Grandparenting with Parkinson’s Disease

You’re going to be blessed with your first grandchild. The news brings joy to your heart and puts a spring in your step. Until you begin to re-evaluate… You have Parkinson’s disease. Will you prove to be of no use? Will you be a burden? A bother? Just in the way or somewhat of an asset? Can you be a help to your children on their new adventure – your grand, new adventure? What can you expect?

I became ‘Grammy’ when my first grandchild, a beautiful little girl, was born. It was four years after I was diagnosed with Parkinson’s disease.

I was in a fairly good place physically. I was slower, but still capable of walking on my own and getting around. I was losing upper body strength but I began watching my granddaughter every day when she was six months old. Babies are born small and grow into big people not vice versa. So, while I watched my granddaughter and she grew, I noticed I was growing stronger in my upper body. My granddaughter had become my ‘home gym’.

I now have three grandchildren, the youngest a three year old who I watch every day. There are days, because of my health, when my grandson and I take “our” activities at a slower pace. There are days when I need a little extra time. That’s one blessing of being around smaller children. Everything fascinates them. They stop to notice things instead of hurrying by with an eagerness to get to their destination at a record pace. And, children bring a joy into our lives that nothing else can compare to, therefore, they are good in uplifting out souls and our spirits.

Now, let me say that my husband is unemployed, which has been a serious hardship on his desire to support his family financially. But often I look out the window and with tears silently filling my eyes, I give a prayer of thanksgiving for what God has done. He (God) knew my heart would yearn to watch my grandkids – all of them – if their parents needed to work. He (God) also knew, that in my present condition with Parkinson’s disease, I wouldn’t be able to do it day in and day out alone. He has given me my husband as my caregiver and he is an exceptional caregiver to me and helps tremendously in the care of his little grandson.

I have had to learn to make some changes, though, in order to be able to watch my grandkids. I have had to

  • let go of my pride
  • let others help me
  • recognize every single need has been filled month in and month out
  • let go of my OCD personality and let things wait until I have time to clean them or until I have the energy to do it.
  • realize some things are no longer as important as they once were – like housework.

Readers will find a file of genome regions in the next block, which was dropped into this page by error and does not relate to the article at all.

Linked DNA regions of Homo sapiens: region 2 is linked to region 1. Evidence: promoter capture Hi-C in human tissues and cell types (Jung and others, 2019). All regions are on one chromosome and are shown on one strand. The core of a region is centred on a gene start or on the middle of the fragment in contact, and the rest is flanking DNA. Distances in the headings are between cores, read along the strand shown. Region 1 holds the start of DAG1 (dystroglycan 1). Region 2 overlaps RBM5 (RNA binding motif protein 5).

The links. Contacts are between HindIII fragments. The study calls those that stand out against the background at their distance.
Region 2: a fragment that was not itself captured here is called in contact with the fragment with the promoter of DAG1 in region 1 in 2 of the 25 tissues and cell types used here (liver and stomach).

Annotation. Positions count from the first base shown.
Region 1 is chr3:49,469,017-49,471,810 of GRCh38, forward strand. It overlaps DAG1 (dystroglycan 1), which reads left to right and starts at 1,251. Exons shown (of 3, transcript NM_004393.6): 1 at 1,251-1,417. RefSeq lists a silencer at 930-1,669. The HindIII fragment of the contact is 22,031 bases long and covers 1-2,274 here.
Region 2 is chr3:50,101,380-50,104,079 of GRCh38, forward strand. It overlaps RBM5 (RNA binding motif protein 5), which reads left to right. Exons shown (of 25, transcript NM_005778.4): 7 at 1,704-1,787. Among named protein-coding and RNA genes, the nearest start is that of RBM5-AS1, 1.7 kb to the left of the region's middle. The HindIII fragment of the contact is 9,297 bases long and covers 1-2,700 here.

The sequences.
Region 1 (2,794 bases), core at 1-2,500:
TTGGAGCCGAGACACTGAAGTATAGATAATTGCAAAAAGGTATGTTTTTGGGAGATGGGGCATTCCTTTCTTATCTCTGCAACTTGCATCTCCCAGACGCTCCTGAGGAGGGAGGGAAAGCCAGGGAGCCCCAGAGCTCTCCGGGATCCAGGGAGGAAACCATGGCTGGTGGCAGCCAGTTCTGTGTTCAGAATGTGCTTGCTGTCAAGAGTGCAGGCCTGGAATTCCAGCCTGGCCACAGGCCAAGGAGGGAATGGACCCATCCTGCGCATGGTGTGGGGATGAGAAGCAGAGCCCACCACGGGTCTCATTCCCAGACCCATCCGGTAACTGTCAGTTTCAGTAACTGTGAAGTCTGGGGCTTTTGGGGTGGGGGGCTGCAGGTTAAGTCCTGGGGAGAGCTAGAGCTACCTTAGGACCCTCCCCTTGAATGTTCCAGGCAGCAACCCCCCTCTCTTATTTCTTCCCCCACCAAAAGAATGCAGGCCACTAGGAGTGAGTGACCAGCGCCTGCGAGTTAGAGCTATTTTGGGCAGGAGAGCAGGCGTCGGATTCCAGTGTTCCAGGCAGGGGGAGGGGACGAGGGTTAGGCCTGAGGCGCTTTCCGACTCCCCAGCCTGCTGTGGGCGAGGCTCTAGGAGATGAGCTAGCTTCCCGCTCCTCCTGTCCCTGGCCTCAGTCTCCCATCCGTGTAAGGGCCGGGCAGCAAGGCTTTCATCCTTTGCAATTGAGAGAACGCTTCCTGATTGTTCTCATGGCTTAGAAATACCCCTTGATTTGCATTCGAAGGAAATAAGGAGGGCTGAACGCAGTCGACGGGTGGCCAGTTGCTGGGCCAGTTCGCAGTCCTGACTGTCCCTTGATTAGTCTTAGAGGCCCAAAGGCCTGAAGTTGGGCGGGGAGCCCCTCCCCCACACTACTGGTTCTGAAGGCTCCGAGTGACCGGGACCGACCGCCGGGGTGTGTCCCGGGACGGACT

What might you, as a grandparent with Parkinson’s disease, be able to do with your grandchildren? For those who are still able to get around independently, you know from having your own children that they love to go on walks and ‘explore’. Walking is one good exercise for grandparents with Parkinson’s disease. Play games with your grandchild as you walk, like “I spy…”, or pretending to fly, looking for ladybugs, naming colors of flowers and learning different flower types are all fun ways to spend a sunny day outside and they are easy on grandma and grandpa. On rainy days, you’ll find us jumping in puddles. (Make sure to keep a spare pair of rubber boots and rain coat at your house. Thrift stores are good places to look for spare rainwear.)

Check back in a couple days where in my next post I’ll give you some concrete ways to have fun with your little ones without losing your mind or your strength!

What Every Person with Parkinson’s Needs to Know

A while ago, I received a note from a gentleman who had just lost his father-in-law to negligence within the medical community. “Negligence” is my opinion, but with the information I was given, I believe that’s what it comes down to.

Before a person goes in for any type of surgery, it has been my experience that the medical staff involved has a decent understanding of the patient’s medical history, including possible treatment allergies. Yet, not all medical personnel are up to date on how a certain therapy will affect someone with a certain disease. And medical staff can’t know every treatment’s interactions or negative effects associated with a certain disease.

Several months ago, I wrote a blog post about Haldol and how anyone with Parkinson’s disease should steer clear of it, as it can be life-threatening to a Parkinson’s patient. I’d like to share one man’s story with you (with his permission) that he communicated to me.

“My father in law lived by himself and was doing fine, alone with PD. He passed away 5/10/10 after entering the hospital 4/28/10, after he tripped going out to his car, to make the 2 hour drive to come and see me, his son in law and his daughter (my wife) and our children.

“A simple 45 minute hip surgery had taken place 4/29/10. They kept covering him with blankets and he always complained he was hot from the shaking, so he would take the blankets off, so they started giving him HALDOL. Why, I don’t know. A day later he was in ICU for 4 days on complete life support. He somehow managed to snap back from ICU and make it back to a regular room, after we found out what Haldol was and told them to stop giving it to him. Even their pharmacist at that point said ‘Yeah, don’t give him Haldol.’ He still had to be on a respirator. I guess the Haldol in pill form was aspirating him also.

“A few days later he died. They said the cause of death was advanced PD. How does someone with advanced PD live on their own, sharp as a tack (this man launched rockets for Nasa and designed aircraft for Boeing, could drive a car fine, talked fine on the phone), but after the Haldol, he became a vegetable and mumbled and didn’t know who anyone was? At least I was there when he died. I am sure glad my wife did not have to see her father dead as she was there with him through the whole thing but had went home for a few hours to rest. His name was John and he is probably the finest, most caring, loving man I will ever have the pleasure of knowing. He was involved in the MJF foundation, as well donating money to help others like him with PD. Thanks for letting me share his story…